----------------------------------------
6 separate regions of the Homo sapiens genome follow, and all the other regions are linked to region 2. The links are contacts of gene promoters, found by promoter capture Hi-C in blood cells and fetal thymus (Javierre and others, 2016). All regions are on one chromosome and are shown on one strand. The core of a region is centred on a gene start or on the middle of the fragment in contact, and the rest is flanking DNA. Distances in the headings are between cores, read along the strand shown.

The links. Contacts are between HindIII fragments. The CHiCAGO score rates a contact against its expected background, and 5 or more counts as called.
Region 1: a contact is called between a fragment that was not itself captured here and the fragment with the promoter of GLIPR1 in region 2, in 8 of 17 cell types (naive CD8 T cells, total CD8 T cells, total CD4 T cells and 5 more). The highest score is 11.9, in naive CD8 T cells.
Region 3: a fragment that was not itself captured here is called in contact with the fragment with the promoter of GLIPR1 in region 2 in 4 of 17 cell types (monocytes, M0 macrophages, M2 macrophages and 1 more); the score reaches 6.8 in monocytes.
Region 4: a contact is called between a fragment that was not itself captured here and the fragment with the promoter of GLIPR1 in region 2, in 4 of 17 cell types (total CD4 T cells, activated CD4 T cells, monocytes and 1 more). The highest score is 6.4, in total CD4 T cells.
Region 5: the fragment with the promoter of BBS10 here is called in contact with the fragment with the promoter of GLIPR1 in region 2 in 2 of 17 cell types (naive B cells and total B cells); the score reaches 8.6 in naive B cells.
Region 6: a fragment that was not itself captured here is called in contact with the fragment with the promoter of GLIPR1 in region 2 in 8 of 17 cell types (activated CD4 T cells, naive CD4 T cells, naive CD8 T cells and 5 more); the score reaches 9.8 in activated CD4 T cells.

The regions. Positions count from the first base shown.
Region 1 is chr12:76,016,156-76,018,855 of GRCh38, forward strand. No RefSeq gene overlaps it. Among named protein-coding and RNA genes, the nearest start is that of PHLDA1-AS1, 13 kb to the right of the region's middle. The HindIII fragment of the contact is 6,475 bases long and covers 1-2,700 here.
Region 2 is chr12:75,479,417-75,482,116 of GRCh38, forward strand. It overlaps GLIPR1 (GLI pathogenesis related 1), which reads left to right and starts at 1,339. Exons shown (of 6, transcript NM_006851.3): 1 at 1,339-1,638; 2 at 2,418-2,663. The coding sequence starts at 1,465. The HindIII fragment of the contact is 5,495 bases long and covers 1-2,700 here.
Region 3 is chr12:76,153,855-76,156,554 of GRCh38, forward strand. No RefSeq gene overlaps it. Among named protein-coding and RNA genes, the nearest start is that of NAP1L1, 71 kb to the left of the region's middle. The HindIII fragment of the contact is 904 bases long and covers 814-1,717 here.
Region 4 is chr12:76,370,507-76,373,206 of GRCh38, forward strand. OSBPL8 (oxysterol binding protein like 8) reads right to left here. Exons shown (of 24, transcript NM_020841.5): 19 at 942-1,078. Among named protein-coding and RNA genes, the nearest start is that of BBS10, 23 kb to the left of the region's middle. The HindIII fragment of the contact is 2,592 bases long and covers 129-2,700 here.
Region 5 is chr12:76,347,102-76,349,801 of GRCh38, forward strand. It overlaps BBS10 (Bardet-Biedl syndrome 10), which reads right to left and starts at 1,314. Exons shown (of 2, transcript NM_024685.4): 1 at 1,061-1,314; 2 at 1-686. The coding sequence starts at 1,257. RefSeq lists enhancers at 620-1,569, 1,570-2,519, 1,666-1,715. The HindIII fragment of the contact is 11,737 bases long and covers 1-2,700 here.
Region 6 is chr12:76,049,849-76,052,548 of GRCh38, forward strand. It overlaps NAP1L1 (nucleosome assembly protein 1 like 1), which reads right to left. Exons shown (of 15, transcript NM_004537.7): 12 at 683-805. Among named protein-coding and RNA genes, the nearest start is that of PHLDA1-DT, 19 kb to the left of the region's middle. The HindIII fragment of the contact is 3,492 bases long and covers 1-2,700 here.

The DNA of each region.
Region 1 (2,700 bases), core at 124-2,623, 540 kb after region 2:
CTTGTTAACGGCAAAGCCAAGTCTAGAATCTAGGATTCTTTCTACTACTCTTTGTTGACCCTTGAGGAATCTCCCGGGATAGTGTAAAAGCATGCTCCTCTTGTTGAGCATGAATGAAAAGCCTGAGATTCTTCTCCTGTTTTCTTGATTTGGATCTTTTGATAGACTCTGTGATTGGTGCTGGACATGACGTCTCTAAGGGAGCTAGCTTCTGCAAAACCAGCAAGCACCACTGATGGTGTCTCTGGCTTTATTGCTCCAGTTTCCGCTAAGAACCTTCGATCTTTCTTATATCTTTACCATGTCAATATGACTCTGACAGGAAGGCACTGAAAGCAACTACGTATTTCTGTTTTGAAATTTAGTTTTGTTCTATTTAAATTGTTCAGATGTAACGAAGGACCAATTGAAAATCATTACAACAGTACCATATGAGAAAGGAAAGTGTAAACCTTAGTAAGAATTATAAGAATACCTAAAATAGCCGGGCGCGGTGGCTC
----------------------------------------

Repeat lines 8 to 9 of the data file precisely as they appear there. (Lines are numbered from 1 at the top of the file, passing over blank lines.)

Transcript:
The regions. Positions count from the first base shown.
Region 1 is chr12:76,016,156-76,018,855 of GRCh38, forward strand. No RefSeq gene overlaps it. Among named protein-coding and RNA genes, the nearest start is that of PHLDA1-AS1, 13 kb to the right of the region's middle. The HindIII fragment of the contact is 6,475 bases long and covers 1-2,700 here.